- Framework looking to reshape working practices of IOC, Olympic Games and Olympic Movement
- IOC has faced backlash over awarding 2022 Winter Games to China
The International Olympic Committee (IOC) has approved a strategic framework on human rights, a move which will inform selecting future hosts of the Olympic Games.
In line with Olympic Agenda 2020+5, the IOC Strategic Framework on Human Rights will also guide processes and decisions related to the IOC administration and supply chain, the delivery of the Games, athletes’ representation, as well as safe and inclusive sport.
With the IOC executive board having given the all clear, the framework will look to ensure that people’s rights are ‘put at the core’ of the IOC’s operations and are ‘respected in line with international agreements and standards – within its remit’.
To achieve this, the IOC has laid out three strategic intents for 2030.
The first covering the IOC as an organisation will see it attempt to advance respect for human rights through enhanced policies and practices.
The second focuses on the IOC as owner of the Games and involves driving human rights best practices in the selection of future hosts, as well as in the organisation and delivery of the event. This will see the IOC work with organising committees, giving them ‘clear requirements’ and ‘supporting tools’.
The IOC says the final pillar will look to reinforce it as ‘leader of the Olympic Movement’. The organisation stated it is accelerating the adoption by National Olympic Committees (NOCs) and International Federations (IFs) of proactive measures on human rights related challenges.
As a first step towards meeting these intents, the IOC has identified 16 objectives to be implemented by 2024. This includes the amendment of the Olympic Charter and the ‘Basic Universal Principles of Good Governance’ of the Olympic and sports movement in order to better articulate human rights responsibilities.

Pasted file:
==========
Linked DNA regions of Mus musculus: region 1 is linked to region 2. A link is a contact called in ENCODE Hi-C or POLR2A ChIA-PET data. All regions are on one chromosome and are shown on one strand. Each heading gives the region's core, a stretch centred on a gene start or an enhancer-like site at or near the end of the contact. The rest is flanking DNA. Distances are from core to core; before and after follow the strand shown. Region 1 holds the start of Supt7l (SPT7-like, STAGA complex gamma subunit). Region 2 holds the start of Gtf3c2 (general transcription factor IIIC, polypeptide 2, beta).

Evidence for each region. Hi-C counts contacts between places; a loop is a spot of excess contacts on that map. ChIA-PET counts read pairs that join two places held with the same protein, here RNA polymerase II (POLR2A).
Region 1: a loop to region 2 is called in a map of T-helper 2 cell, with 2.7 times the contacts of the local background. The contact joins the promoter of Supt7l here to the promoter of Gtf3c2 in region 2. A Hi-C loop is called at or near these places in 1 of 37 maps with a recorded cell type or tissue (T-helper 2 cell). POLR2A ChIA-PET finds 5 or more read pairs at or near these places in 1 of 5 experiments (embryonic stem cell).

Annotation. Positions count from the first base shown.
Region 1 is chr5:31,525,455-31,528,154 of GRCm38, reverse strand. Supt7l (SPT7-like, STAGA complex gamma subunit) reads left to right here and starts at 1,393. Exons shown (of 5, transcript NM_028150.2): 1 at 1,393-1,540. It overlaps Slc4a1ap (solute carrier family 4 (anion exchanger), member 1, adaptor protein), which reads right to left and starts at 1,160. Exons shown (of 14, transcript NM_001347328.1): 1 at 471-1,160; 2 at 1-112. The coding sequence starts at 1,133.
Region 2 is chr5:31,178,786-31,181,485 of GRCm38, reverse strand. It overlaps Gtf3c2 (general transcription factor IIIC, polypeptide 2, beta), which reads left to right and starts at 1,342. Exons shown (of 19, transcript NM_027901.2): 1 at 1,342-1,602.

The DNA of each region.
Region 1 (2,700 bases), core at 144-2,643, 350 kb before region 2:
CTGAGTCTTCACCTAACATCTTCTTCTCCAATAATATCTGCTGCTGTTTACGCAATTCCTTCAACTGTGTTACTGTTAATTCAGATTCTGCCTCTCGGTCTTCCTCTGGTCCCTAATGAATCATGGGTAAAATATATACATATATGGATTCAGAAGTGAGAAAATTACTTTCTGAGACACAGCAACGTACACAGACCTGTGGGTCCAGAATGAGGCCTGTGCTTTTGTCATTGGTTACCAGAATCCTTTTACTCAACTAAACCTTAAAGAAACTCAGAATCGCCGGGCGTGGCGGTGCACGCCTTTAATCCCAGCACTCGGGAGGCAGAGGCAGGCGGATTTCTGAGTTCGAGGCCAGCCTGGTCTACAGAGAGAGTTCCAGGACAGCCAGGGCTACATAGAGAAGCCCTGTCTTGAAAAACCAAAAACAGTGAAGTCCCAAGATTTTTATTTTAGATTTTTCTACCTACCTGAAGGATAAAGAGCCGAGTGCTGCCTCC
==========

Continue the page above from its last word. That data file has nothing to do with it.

Additionally, a newly established IOC human rights advisory committee will provide strategic advice to the IOC and on human rights risk management. The composition of the committee is set to be announced in the coming weeks.
According to the IOC, the framework builds on the work it has undertaken over the last few years to address human rights questions within the scope of its responsibility, and recent recommendations.
“The overarching mission of the Olympic Movement is to contribute through sport to a better world,” said IOC president Thomas Bach.
“Human rights are in fact firmly anchored in the Olympic Charter. We will be strengthening this even further in the future.
“Our mission, to put sport at the service of humankind, therefore goes hand-in-hand with human rights.”
The IOC believes the framework shows ‘a long-term commitment to lead by example’. Recently, that has been sorely lacking.
This year’s Beijing 2022 Winter Olympics, laden with accusations of sportswashing and outrage over the persecution of Uyghur Muslims in Xinjiang, had prompted calls for the organisation to rethink how it awards Games.
The IOC has been frustratingly placid on such controversies, using political neutrality as reason for its position. While this new framework appears a step in the right direction, expectations may need to be lowered – the IOC has frequently referred to the measures only applying within its remit and scope of responsibility.
Legally and politically, the organisation may have to say that. But considering it is responsible for arguably sport’s ultimate event, it is not unreasonable to expect the IOC to go the extra mile on matters of basic human decency.